Former central bankers urge better scrutiny of bank boards
LONDON Oct 28 (Reuters) - Supervisors should focus on improving boards at top banks now their work on toughening up rules was coming to an end, a group a report from a think-tank of former central bankers said.
The 2007-09 global financial crisis unleashed a flurry of new rules that will force lenders to hold more capital after many of them had to be bailed out by taxpayers.
As those rules are being phased in, the Group of Thirty's chairman, former European Central Bank President Jean-Claude Trichet, said it was time to improve the quality of day-to-day supervision of bank boards.
A "new paradigm" is needed to make the boards of big banks take supervisory relations seriously and demonstrate that they understand its importance to improve public trust, Trichet said.
"They need to be open to supervisors so supervisors can do their job. More boards need to focus on risk culture," he told a news conference at the Bank of England in London.
The 61-page report urged a shift away from bank's focus on short-term profitability which has created a temptation to take risky decisions.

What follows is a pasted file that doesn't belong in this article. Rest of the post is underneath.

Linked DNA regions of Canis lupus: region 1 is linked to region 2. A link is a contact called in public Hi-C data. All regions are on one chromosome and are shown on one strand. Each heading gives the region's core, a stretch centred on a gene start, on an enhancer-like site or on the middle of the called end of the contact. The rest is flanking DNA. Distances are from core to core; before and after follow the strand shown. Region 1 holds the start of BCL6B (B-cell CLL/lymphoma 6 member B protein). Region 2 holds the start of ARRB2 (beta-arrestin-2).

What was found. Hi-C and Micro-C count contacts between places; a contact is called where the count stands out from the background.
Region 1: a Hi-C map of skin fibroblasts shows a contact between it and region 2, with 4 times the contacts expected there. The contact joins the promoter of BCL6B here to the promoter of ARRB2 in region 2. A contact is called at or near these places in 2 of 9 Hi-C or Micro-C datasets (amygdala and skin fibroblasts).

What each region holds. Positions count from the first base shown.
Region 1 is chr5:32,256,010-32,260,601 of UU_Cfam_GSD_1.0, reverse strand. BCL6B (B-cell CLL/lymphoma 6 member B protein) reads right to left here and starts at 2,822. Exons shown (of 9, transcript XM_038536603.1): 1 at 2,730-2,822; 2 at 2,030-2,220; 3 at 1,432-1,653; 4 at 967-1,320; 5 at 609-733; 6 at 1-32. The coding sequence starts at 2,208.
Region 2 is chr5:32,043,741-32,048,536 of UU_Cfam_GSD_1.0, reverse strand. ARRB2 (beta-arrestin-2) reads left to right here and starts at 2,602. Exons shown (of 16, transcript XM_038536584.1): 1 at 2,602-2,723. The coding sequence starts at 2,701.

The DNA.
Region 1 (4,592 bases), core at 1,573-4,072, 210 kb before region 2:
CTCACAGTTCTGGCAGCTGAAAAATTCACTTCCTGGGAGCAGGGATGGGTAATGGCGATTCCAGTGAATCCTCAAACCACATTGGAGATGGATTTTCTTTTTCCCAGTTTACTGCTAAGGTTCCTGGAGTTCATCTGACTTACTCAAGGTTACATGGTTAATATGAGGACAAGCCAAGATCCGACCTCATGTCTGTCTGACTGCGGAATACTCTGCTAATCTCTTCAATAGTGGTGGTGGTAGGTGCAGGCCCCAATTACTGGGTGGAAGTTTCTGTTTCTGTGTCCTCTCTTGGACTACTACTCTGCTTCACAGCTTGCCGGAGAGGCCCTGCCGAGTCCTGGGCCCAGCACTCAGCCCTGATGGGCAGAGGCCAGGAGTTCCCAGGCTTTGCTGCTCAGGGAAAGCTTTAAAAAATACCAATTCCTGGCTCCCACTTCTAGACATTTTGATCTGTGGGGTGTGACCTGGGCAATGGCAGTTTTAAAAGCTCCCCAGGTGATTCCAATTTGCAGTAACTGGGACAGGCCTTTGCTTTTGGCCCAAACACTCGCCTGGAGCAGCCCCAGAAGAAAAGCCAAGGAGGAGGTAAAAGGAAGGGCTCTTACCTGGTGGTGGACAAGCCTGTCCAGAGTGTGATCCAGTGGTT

"High quality supervision is a lot less expensive than a financial crisis," John Heimann, a former banking supervisor at the U.S. Comptroller of the Currency said.
David Walker, a G30 member and chairman of UK bank Barclays , said changing banking culture was hard and many lenders were at the very early stages of a journey.
The report said banks and their supervisors have already begun to work more closely but more needs to be done to tackle "softer" issues like instilling the right culture.
The G30 recommendations echo steps taken in Britain where top supervisor Andrew Bailey has called for a better "tone at the top" to give employees at banks an example to follow.
Regulators gleaning lessons from the financial crisis found overpowering chief executives dominating boards stuffed with non-executives who did not fully understand risks in activities such as financial derivatives and who failed to challenge CEOs.
A low point came in July 2012 when the Bank of England pushed out Barclays' Chief Executive Bob Diamond after the lender was fined for rigging the Libor interest rate benchmark. Barclays' chairman also left and was replaced by Walker.
"Supervisors need to know that boards are doing an effective job and to act appropriately if they are not," the report said.
"When difficult issues must be addressed at an individual financial institution, or in times of financial system stress, solid supervisory-board relations can help immensely in achieving an expeditious solution," it added.